BBC Wales health correspondent
St John Ambulance has said it is worried first aid lessons may be about to disappear from Welsh schools.
St John is worried some pupils may miss out
The charity claims a review of personal and social education (PSE) may downgrade first aid, and mean some pupils would not learn basic skills.
The Labour assembly government said first aid is not under threat, and would remain part of the framework.
Recommendations on changing lessons will be considered after the assembly election.
The proposals would mean first aid not being a recommended part of learning at key stage four, and a suggested subject at key stage two and three.
According to St John schools officer Sarah Thomas, that could mean some pupils not getting any training at all.
"First aid is an activity that all schools can get pupils involved in, even at any ability, and we believe all school children should leave with these skills," she said.
"To get it mandatory somewhere means that more children in Wales will learn these skills and possibly save more lives."
Scalds and scratches
Croesyceiliog Comprehensive in Torfaen was recently awarded the St John Ambulance school of the year prize.
Year eight pupil Owen Van Demeer said the skills they have learnt have been valuable.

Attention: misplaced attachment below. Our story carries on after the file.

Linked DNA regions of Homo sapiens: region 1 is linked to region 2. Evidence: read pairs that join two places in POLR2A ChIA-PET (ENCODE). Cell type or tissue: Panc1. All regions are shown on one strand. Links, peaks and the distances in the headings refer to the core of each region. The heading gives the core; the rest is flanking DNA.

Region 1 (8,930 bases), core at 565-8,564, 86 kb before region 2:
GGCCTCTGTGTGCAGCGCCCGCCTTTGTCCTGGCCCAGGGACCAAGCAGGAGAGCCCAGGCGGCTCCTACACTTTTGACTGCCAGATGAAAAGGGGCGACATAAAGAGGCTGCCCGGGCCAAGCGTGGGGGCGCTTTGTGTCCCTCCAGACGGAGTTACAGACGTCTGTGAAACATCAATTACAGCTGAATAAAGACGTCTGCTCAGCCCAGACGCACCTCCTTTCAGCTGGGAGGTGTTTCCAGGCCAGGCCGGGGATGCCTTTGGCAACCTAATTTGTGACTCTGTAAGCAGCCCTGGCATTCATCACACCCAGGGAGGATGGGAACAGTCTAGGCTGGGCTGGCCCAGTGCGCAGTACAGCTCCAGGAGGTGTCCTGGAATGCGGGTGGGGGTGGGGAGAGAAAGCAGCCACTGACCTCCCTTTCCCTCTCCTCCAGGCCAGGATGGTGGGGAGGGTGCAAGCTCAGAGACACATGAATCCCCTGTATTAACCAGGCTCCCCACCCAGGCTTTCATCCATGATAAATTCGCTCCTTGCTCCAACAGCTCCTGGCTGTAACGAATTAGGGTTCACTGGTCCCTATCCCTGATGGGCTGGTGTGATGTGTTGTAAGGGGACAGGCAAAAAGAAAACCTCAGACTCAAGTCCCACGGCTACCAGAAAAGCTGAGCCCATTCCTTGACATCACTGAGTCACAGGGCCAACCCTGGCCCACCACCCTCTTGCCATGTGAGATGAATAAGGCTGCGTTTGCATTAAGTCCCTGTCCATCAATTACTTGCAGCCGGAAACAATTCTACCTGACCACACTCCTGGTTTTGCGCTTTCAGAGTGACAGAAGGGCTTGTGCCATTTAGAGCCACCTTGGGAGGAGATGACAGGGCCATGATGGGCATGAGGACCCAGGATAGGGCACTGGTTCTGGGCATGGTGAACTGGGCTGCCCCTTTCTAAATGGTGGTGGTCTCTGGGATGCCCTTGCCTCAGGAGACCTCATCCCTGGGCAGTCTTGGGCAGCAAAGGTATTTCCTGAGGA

"I learnt to treat heart attacks, as well as burns, fractures, scalds, scratches and cuts - stuff like that," he said.
A fellow year eight pupil, Lauren Fox, said it was a practical part of their education.
She added: "If you've got a burn you can treat it instead of doing something wrong, because the burn could then get worse.
"In other lessons you usually just have to sit there and listen to the teacher, at least in this lesson you get to join in as well."
The assembly government has already written to St John Ambulance saying, "there are no plans to downgrade first aid as it is an important skill."
The letter adds that the proposal at key stage three gives the example of "learning basic emergency procedures which young people can build on in the future".
Comments on the proposals are now being studied, with recommendations being prepared for consideration after the assembly election.
Welsh Conservative health spokesman Jonathan Morgan said: "Being able to provide the most basic forms of first aid and healthcare is something with which we should all become familiar.
"The assembly government has a duty to ensure that this service continues and that the St John Ambulance is at the forefront of educating people about first aid."
Plaid Cymru health spokeswoman Helen Mary Jones said her party took the St John concerns very seriously.
"A Plaid government would make civic service in the community an integral part of the education curriculum and first aid would obviously be part of this," she said.
Liberal Democrat education spokesman Peter Black said: "More and more subjects are being squeezed in under the PSE banner, which means schools are struggling to cram it all in, within the time available.
"I agree that we need to review what is being taught in PSE, but I would hope that any review would take account of important life skills like first aid, to ensure that children continue to be taught them."